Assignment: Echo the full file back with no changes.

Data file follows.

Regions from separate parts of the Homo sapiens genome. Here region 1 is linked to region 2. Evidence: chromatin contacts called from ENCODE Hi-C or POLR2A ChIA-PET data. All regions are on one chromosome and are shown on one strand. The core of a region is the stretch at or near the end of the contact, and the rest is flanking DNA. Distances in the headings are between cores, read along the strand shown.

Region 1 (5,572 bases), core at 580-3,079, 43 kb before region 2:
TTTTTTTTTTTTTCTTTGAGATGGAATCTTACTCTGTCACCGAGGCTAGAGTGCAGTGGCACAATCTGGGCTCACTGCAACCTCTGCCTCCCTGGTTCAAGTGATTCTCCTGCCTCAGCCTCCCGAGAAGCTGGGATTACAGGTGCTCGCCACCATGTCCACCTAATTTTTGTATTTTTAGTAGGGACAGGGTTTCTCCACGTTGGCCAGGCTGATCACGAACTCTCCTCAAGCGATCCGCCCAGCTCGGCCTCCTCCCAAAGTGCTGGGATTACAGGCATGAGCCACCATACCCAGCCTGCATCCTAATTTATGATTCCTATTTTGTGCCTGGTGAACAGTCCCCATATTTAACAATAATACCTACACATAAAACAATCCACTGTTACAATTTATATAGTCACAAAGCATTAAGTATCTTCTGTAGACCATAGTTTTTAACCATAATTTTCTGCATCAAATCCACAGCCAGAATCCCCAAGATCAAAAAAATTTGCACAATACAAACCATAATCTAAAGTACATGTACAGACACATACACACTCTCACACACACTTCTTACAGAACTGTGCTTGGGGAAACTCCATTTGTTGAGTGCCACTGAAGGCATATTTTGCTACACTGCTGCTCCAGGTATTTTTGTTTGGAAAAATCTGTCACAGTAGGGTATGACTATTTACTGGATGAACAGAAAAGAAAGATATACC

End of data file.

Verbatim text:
Regions from separate parts of the Homo sapiens genome. Here region 1 is linked to region 2. Evidence: chromatin contacts called from ENCODE Hi-C or POLR2A ChIA-PET data. All regions are on one chromosome and are shown on one strand. The core of a region is the stretch at or near the end of the contact, and the rest is flanking DNA. Distances in the headings are between cores, read along the strand shown.

Region 1 (5,572 bases), core at 580-3,079, 43 kb before region 2:
TTTTTTTTTTTTTCTTTGAGATGGAATCTTACTCTGTCACCGAGGCTAGAGTGCAGTGGCACAATCTGGGCTCACTGCAACCTCTGCCTCCCTGGTTCAAGTGATTCTCCTGCCTCAGCCTCCCGAGAAGCTGGGATTACAGGTGCTCGCCACCATGTCCACCTAATTTTTGTATTTTTAGTAGGGACAGGGTTTCTCCACGTTGGCCAGGCTGATCACGAACTCTCCTCAAGCGATCCGCCCAGCTCGGCCTCCTCCCAAAGTGCTGGGATTACAGGCATGAGCCACCATACCCAGCCTGCATCCTAATTTATGATTCCTATTTTGTGCCTGGTGAACAGTCCCCATATTTAACAATAATACCTACACATAAAACAATCCACTGTTACAATTTATATAGTCACAAAGCATTAAGTATCTTCTGTAGACCATAGTTTTTAACCATAATTTTCTGCATCAAATCCACAGCCAGAATCCCCAAGATCAAAAAAATTTGCACAATACAAACCATAATCTAAAGTACATGTACAGACACATACACACTCTCACACACACTTCTTACAGAACTGTGCTTGGGGAAACTCCATTTGTTGAGTGCCACTGAAGGCATATTTTGCTACACTGCTGCTCCAGGTATTTTTGTTTGGAAAAATCTGTCACAGTAGGGTATGACTATTTACTGGATGAACAGAAAAGAAAGATATACC